We need first to look more broadly at U.S. history, and second to remind ourselves that racial subordination was not primarily a matter of private arranging but essentially a matter of public policy. Chattel slavery was only the first stage of institutionalized racial subordination. Some freedmen left the rural South, but most ex-slaves remained in the South and entered another form of peonage, as tenant farmers or sharecroppers, in a new system of racial subordination. After a brief, aborted period of Reconstruction, slavery was followed by Jim Crow, another brutally cruel, repressive, and exploitative system of racial subjugation. Jim Crow was maintained until the recent past. Those systems imposed massive deprivation, required sustenance from racist ideology, and left a legacy of disadvantage and indignity.

Most obstacles to validating reparations claims can be avoided by shifting our focus: (a) from reparations for wrongs of the distant past to reparations for wrongs that continued under Jim Crow and persist today; and, (b) from limited transfers of property to comprehensive public programs capable of addressing the persisting legacy of slavery and Jim Crow.

Part II gives reasons for regarding current claims as timely rather than concerned only with injustices of the distant past that can no longer be rectified. For two hundred years, the federal government embraced policies that supported slavery and Jim Crow. It endorsed, in effect, a Racial Subjugation Project. At crucial junctures in our history, the government chose not to prevent or repair those wrongs. Although it finally condemned slavery and Jim Crow, it failed on both occasions to address their inequitable consequences - a deeply entrenched, substantial gap between the life prospects of whites and blacks. The federal government is reasonably held accountable for the persisting legacy of those wrongs.

Part III suggests how the legitimate concerns that underlie current reparations claims can be addressed by a National Rectification Project, grounded upon public policies at the federal level. It also suggests how such a project can be justified by uncontroversial principles of political morality that are central to avowed public policy. Our society places great emphasis on individual responsibility and competition. Fair competition requires equal opportunity. This is particularly true for children who will have little opportunity to develop into adults capable of competing and taking individual responsibility if they are not provided with good housing, strong communities, and a healthy physical environment. The federal government has an obligation to rectify wrongs in which it has been significantly complicit and therefore is morally obligated to undo past policies that have ensured a lack of equal opportunity for children. A comprehensive set of programs dedicated to ensuring this opportunity would address most if not all of the legitimate concerns manifested by reparations claims.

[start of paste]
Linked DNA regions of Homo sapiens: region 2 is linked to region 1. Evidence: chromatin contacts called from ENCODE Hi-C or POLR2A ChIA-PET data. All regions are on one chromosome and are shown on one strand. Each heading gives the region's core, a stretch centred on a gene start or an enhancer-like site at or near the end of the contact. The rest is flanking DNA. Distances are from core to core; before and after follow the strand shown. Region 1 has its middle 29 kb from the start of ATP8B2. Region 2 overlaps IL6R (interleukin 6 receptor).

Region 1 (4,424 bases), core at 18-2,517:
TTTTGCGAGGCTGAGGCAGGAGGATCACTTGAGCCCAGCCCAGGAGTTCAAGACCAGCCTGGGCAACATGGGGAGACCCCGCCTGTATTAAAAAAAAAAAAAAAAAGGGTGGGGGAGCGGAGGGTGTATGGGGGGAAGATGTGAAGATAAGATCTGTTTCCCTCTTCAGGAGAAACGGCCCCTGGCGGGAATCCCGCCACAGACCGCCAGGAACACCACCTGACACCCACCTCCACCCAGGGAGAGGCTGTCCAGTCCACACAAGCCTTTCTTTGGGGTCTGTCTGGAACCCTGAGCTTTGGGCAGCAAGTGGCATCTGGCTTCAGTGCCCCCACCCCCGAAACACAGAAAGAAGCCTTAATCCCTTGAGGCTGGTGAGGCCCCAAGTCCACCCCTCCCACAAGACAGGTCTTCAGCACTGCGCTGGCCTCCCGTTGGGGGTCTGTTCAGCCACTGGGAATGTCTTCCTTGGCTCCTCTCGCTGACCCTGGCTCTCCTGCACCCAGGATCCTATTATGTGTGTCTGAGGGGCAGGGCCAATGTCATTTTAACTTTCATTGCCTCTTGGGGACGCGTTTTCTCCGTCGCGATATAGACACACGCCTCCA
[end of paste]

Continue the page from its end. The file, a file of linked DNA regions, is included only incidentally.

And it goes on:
As this paper regards the federal government's support for slavery and Jim Crow as part of a continuing history of wrongs, it refers to the morally required rectification not as reparations, which are usually thought of as addressing past wrongs, but under the broader heading of corrective justice. Although corrective justice is sometimes understood as restoring a condition that existed prior to the wrong, such an understanding is not appropriate here. For a brief historical period, the initial wrongs of slavery might have been rectified by freeing, compensating, and returning enslaved Africans to their homes. That time has long since passed. Those Africans who were forcibly brought here and their descendants became founding members of American society. Corrective justice now requires addressing the legitimate claims of African Americans.

. . .

II. The Role of the Federal Government

We normally assume that a government can retain a morally relevant identity for a very substantial period of time, that its acts and practices are subject to moral appraisal, and that it can be held accountable for its past acts. Governments have often accepted accountability for their prior acts and have paid reparations even after significant changes have been made in their character, personnel, laws, and policies. Thus, the United States government has accepted accountability for the Tuskegee syphilis experiment and the World War II internment of Japanese Americans, and it has paid reparations accordingly. I shall assume here that the federal government can be regarded as an accountable party in such matters, and in this section I will explain why it is reasonable to hold the federal government accountable for the life-prospects gap between blacks and whites.

The story is briefly this: Just as the North American system of chattel slavery had not been imposed by the British government on its colonies but was constructed and color-coded by the colonies themselves, at crucial junctures in its history (from its founding through the twentieth century) the federal government found itself obliged, time and again, to confront the question of racial equality. Its overall responses - its resulting policies and practices - have been gravely deficient.

I do not mean merely that we can now, in retrospect, imagine different directions that might conceivably have been taken. Alternatives were understood well enough by those who made the relevant decisions. Alternative outcomes would have been difficult to achieve, in part because the interests of those who would be adversely affected by the decisions (African Americans most directly) were not represented by those who made them (the colonial elite, the founders of the republic, et al.). That does not refute my point about accountability. To see this, it may help to consider the history that is reviewed below in the light of a more recent case. By the time of the 1942 Wannsee conference in Nazi Germany, it had been decided to exterminate Jews, Roma, and others. The conference participants understood the alternative well enough, and the road taken was not unavoidable in a way that excludes them (and others) from responsibility for genocide. In a parallel way, the federal government is morally accountable for its support of a deeply entrenched racial hierarchy and its failure to repair the consequences of slavery and Jim Crow.